Significant advancements have recently been achieved with respect to representing both vertical and lateral water exchange of GW with SW in LSMs (de Graaf et al., 2017; Fan et al., 2013; Kollet and Maxwell, 2008; Maxwell and Miller, 2005; Maxwell et al., 2015); however, most of these efforts have focused on one-way process coupling (i.e., water moves in one direction from SW to GW as recharge), and any feedback from the GW system to the SW system has been neglected. Multiple studies have implemented two-way coupling between the GW aquifer and soil column within LSMs, such as the Community Land Model (CLM) and the Variable Infiltration Capacity (VIC) model, to enhance GW system simulation (Scheidegger et al., 2021; Zampieri et al., 2012; Zeng et al., 2018). Zampieri et al. (2012) introduced a simple parameterization in CLM v3.5 (Dai et al., 2003) that allowed for river–GW bidirectional flow. This parameterization showed an improvement in the soil moisture and surface temperature simulations. Zeng et al. (2018) developed a module for simulating lateral water exchange between grid cells and integrated it into CLM4.5. This module facilitates lateral exchange between grid cells but does not allow lateral exchange between GW and rivers. Scheidegger et al. (2021) incorporated a GW model into the VIC model that allows for a bidirectional water exchange between the soil and GW aquifer. Their study showed that including the 2D GW model significantly affected evapotranspiration (ET), runoff, and recharge of the different simulated grid cells (computational elements). Despite these recent efforts, a significant research gap remains with respect to effectively representing the two-way lateral exchange between GW and open waterbodies, including lakes and wetlands.

Typically, the coupling between different processes can be represented via one of three approaches: uncoupled, one-way coupled, or two-way coupled. The choice of the appropriate approach depends on the desired complexity level that can predict the variables of interest (Ogden, 2021). The literature generally demonstrates that coupling different models can improve the simulation of various hydrological-cycle components, including runoff, soil moisture, and water table fluctuations. However, such “full” coupling approaches can be both systematically and computationally complex, often rendering their applications impractical. In addition, constraints with respect to data availability, especially concerning subsurface processes, can limit the applicability of complex approaches. Therefore, in practice, more parsimonious approaches to accounting for SW–GW interactions may be “optimal” for specific modelling goals (Blyth et al., 2021; Ogden, 2021). What has remained elusive, however, is a thorough characterization of trade-offs between model complexity and adequacy to represent SW–GW processes for a particular landscape and variables of interest (Yalew et al., 2018). Another factor that affects the selection of optimal model complexity is the ultimate modelling purpose. Models can be used for (1) nowcasting and prediction, which focus on simulating and predicting the expected behaviour of the system of interest in the near future; (2) scenario analysis, wherein the model simulates the system under changing conditions over a longer term; and (3) diagnostic learning, which focuses on understanding how the system behaved during a historic period (Razavi et al., 2022). Ultimately, the selection of the optimal model complexity will depend on the specific modelling task, the available data, and the desired level of accuracy.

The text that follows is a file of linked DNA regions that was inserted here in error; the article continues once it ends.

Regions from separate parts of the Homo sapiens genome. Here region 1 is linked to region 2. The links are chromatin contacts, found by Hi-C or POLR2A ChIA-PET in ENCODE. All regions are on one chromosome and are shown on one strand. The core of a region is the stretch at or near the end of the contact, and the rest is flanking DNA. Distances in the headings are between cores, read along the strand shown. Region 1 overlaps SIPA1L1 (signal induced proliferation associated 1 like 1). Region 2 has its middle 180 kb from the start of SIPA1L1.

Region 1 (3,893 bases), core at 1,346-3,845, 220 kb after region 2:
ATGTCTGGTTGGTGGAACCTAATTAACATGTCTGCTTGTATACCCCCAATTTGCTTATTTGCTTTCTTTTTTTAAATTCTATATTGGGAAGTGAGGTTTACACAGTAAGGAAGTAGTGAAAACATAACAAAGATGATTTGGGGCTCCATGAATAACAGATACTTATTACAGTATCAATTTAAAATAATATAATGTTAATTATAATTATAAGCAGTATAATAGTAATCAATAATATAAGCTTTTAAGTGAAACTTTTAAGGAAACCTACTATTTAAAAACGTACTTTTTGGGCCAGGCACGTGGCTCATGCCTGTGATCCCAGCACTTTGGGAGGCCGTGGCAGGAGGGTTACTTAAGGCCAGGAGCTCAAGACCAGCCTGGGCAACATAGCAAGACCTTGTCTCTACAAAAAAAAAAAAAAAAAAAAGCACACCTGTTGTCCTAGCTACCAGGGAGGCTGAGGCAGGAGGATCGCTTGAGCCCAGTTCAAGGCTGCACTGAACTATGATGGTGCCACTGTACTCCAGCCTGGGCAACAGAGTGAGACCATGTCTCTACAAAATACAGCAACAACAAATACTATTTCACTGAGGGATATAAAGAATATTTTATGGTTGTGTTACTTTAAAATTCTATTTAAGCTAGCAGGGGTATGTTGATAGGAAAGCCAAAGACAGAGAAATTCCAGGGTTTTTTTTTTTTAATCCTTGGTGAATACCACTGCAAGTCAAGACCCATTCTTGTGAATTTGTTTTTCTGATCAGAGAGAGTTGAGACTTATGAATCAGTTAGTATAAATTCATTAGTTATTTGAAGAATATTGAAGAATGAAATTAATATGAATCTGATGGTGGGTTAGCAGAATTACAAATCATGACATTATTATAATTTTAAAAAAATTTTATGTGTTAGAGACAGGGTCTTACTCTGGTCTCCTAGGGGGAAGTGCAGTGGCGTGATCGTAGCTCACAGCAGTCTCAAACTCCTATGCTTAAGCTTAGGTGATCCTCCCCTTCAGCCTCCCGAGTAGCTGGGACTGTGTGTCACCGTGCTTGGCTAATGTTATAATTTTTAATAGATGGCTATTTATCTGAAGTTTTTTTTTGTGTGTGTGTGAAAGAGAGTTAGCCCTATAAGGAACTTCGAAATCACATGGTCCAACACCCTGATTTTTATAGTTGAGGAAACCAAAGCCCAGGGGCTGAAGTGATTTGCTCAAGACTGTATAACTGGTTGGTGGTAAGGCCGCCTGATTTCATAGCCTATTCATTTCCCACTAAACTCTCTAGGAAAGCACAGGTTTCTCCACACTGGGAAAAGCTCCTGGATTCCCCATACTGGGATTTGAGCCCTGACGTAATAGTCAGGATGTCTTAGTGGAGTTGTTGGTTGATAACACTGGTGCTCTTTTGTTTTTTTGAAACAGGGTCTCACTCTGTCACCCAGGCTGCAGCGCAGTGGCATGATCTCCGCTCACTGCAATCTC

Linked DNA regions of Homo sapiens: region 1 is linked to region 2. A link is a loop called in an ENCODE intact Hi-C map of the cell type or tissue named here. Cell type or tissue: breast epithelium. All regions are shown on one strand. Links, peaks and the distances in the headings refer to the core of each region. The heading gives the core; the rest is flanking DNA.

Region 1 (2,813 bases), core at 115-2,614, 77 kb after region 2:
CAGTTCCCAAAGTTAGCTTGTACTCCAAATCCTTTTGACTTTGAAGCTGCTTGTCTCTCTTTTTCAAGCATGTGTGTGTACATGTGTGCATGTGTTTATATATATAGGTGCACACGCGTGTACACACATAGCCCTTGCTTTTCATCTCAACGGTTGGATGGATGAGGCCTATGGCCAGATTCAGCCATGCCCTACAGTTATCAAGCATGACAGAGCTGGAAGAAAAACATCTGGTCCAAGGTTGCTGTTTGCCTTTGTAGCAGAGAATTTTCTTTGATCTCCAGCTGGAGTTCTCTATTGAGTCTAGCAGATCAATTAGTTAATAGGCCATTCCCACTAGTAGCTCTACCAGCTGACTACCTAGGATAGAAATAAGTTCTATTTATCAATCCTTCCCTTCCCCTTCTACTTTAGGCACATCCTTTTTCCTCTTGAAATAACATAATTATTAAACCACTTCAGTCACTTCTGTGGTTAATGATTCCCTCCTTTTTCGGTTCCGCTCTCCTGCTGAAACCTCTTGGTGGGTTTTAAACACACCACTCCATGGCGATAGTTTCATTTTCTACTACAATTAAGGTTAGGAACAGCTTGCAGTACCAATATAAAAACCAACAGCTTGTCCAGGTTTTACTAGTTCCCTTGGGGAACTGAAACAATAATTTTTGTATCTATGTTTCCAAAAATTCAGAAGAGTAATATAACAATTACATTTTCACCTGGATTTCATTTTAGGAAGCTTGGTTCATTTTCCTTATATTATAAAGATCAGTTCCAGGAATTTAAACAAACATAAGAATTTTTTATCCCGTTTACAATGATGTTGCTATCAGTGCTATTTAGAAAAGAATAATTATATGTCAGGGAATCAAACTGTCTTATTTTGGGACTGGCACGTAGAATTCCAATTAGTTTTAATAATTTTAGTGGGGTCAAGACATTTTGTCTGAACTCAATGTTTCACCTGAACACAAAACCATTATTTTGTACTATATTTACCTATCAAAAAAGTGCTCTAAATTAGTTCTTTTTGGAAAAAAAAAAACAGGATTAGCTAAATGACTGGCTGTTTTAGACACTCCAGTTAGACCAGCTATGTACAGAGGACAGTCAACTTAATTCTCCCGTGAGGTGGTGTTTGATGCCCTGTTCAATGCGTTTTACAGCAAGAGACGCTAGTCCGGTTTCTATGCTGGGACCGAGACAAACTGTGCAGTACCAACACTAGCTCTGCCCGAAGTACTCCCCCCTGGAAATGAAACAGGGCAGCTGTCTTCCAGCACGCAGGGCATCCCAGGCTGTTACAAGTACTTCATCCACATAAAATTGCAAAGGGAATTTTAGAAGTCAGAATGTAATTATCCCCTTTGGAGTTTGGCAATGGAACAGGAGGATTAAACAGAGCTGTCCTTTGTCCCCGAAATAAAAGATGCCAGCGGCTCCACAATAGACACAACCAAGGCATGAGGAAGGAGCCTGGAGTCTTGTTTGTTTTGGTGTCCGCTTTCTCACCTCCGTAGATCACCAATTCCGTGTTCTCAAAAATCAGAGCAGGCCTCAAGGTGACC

Here, to address this gap, we aim to characterize the optimal level of complexity required to represent the interactions between uplands, GW, and wetlands in different landscape configurations. To achieve this, we conduct a series of modelling experiments using four approaches, ranging from a full disconnect to full coupling. We particularly focus on a well-instrumented and well-studied fen system in the boreal region of North America. Our primary objective is to examine how the simulated upland and fen systems respond to changes in modelling complexity. Groundwater table (GWT) observations are utilized to derive a reasonable set of parameters representing the upland–GW–fen system. Additionally, using numerical experiments, we investigate the performance of a SW-fed wetland, providing a contrasting non-fen wetland scenario against the GW-dominated case. Based on insights gained in these experiments, we provide some recommendations on how to improve LSMs with respect to representing critical processes related to wetland types such as fens; these processes are often missing or poorly represented in the current generation of LSMs.